Eating out on your Ireland holiday

A Change in eating patterns

The quaint looking Blue Door Restaurant Follow Me on Pinterest

The quaint looking Blue Door Restaurant

Traditionally, the Irish start the day with a calorie-loaded Irish breakfast. This cooked breakfast can contain fried bacon, sausages, eggs (or boiled eggs), black and white pudding and tomatoes. It’s served with a couple of slices of home made soda bread. Dinner was the main meal and this was served at midday, with a ‘lighter tea‘ in the evening.

These days, eating patterns have changed a little, with people settling for a salad or soup with sandwich at midday, reserving the main meal for the evening.  It is a shame as we all know that the lighter meal in the evening is the healthier option.

What do the Irish eat?

We’ve all heard of Irish Stew and have most probably eaten this thick casserole at some point in our lives. I can personally confess to having been fed a diet of this when I was a younger. Growing up in Singapore, there’s definitely no Irish blood in my Chinese family but for some reason my mother thought that Irish Stew was a tasty dish to feed the kids and we were fed this most famous of Irish dishes on a regular basis.  Irish Stew is supposed to be full of goodness as the meat and vegetables are slowly boiled in their juices and then you eat the meat, vegetable, juice and stock.  Our Irish Stew however came out of a can!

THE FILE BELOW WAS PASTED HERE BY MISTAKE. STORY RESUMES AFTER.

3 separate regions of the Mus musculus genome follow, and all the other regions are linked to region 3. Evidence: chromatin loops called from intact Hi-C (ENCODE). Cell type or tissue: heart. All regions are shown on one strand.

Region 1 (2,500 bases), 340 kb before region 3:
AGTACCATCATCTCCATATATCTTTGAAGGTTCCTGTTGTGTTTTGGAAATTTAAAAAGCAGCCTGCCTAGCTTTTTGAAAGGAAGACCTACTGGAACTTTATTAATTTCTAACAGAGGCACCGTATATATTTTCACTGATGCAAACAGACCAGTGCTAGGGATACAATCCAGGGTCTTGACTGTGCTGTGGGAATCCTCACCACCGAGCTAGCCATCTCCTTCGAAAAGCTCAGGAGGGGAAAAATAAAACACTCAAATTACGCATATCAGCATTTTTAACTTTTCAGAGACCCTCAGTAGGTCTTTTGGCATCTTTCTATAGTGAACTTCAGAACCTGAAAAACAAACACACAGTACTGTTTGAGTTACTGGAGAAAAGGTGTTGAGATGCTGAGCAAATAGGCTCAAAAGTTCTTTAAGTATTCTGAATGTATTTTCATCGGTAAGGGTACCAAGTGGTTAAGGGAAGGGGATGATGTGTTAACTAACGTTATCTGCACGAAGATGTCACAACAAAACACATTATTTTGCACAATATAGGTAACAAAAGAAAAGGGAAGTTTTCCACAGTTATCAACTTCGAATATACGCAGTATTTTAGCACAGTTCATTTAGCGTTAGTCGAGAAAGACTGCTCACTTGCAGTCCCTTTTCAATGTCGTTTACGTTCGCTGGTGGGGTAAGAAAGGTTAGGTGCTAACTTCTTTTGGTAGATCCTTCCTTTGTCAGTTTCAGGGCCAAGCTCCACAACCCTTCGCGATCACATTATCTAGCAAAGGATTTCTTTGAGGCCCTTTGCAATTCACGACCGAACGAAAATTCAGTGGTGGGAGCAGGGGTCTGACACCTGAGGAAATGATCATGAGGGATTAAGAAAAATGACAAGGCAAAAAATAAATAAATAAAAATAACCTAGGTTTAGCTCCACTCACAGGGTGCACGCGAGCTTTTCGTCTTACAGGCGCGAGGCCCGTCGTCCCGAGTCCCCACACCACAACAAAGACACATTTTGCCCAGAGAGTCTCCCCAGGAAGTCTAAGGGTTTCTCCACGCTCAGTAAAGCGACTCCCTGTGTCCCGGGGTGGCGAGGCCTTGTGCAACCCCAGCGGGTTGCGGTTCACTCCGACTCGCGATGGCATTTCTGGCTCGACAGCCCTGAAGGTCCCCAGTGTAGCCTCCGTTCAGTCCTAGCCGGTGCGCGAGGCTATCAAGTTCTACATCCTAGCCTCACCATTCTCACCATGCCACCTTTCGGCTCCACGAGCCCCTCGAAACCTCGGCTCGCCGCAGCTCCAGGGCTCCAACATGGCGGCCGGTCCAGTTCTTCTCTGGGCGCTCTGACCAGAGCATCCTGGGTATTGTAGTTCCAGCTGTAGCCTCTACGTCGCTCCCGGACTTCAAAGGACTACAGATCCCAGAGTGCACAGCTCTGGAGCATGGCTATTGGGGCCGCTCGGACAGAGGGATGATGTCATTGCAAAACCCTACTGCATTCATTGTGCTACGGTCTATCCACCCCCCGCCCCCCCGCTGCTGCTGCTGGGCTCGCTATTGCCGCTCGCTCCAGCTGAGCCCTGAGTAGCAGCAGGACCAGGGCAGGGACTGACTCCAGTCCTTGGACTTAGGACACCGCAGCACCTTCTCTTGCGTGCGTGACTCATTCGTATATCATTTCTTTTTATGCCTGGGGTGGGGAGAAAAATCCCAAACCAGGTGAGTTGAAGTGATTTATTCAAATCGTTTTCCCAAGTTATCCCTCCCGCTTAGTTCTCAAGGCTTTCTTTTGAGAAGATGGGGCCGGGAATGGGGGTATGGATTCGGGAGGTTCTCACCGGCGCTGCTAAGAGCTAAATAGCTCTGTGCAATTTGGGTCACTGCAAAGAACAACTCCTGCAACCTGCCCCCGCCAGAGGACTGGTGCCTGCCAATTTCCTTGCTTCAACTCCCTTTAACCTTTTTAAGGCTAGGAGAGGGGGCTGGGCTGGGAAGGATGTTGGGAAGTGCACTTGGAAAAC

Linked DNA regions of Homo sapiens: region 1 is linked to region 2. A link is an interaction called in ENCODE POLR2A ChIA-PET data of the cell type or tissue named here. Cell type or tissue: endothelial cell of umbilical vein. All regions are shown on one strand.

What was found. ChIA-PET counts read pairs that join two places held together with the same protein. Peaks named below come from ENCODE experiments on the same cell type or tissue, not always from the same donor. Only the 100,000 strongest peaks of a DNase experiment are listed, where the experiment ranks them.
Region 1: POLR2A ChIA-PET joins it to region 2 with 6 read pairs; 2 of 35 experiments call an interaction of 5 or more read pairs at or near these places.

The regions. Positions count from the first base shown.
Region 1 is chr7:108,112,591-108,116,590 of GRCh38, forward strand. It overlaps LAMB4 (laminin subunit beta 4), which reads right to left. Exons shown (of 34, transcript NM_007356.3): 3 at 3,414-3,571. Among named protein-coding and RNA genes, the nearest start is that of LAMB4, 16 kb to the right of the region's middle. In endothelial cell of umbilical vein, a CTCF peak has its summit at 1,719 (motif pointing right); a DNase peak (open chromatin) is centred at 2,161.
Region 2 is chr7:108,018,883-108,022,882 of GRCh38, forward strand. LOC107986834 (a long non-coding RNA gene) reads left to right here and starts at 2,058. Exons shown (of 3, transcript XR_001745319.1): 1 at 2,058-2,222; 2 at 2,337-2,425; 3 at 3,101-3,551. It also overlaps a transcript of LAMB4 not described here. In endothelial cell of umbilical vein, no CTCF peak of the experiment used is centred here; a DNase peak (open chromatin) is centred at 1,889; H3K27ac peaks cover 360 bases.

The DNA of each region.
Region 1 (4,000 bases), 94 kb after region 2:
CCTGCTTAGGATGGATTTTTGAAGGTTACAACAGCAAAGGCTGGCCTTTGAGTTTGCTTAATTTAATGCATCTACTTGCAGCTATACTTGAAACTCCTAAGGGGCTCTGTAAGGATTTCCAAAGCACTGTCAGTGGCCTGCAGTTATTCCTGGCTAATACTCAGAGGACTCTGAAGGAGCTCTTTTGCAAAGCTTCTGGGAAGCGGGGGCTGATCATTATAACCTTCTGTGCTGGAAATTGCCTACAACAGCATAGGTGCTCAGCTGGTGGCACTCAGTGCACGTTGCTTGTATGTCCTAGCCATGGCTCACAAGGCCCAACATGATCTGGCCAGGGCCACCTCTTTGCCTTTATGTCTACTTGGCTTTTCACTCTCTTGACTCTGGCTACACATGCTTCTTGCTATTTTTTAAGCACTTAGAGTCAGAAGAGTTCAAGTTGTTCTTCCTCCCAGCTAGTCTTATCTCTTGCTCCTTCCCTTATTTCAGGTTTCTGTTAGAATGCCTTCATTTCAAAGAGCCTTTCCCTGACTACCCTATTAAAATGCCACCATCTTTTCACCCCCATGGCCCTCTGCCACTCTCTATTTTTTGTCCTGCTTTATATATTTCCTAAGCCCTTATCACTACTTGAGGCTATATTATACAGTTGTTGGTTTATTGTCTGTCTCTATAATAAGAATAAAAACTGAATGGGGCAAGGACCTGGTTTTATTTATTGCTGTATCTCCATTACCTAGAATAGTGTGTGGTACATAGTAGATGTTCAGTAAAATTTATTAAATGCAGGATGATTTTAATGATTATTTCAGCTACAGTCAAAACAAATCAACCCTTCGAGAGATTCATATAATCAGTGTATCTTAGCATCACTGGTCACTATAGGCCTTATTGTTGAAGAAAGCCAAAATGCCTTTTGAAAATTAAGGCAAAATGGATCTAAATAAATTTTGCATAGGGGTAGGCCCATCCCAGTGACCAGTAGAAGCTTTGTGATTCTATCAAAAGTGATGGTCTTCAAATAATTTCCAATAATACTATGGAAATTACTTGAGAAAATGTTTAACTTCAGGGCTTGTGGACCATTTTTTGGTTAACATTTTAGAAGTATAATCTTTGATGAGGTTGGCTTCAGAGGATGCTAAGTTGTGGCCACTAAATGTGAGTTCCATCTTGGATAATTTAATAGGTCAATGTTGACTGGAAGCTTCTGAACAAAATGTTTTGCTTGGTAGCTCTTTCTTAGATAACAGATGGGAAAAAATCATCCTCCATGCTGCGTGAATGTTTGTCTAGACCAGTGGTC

So apart from the Irish Stew, what else do the Irish eat? Irish cuisine has mainly been traditional and wholesome home cooked foods. The focus in Irish cooking was always to use fresh, locally sourced ingredients and to cook enough to feed everyone as Irish families were traditionally quite large.

Irish dinners consist of simple meat dishes and boiled root vegetables such as potatoes, carrots, turnips, and parsnips. The meal may be accompanied by a sauce or gravy. Classic examples of traditional Irish cooking are the Irish Stew or Bacon and Cabbage, served with plain boiled potatoes. Coddle is a traditional Dublin dish made from pork sausages, rashers, cooked in stock with sliced onions and potatoes. It’s normally consumed with a good pint of Ireland’s favorite drink!

Seafood option

Whilst meat stews are the basis of traditional Irish food, Ireland does have quality seafood as well. With more than 3,200 kms of coastline, seafood is plentiful and smoked salmon, oysters, and mussels are all favorites. Smoked salmon with brown bread is a popular seafood choice!

For travellers to the Emerald Isles who don’t eat meat or prefer more spicy food, the good news is that Ireland is going through a gourmet revolution. A new breed of young chefs have come on the scene and are turning their high-quality, homegrown ingredients into sophisticated and unique meals, and new restaurants are popping up all over the place.

For a real taste of Ireland

However, to get the real taste of Ireland, having meals in one of their many pubs accompanied of course by a creamy pint of stout or two is a experience to have. Irish pub food have improved in standard and you can now get good hot meals.  Pub carveries are particularly good value.  Whilst I’ve never had a bowl of steaming mussels in an Irish pub, I believe it’s just as available as a dish of hearty Irish stew. You don’t have to travel too far to look for a pub.  Dublin alone has some 750 pubs, each with its own special character.

Did I leave anything out?

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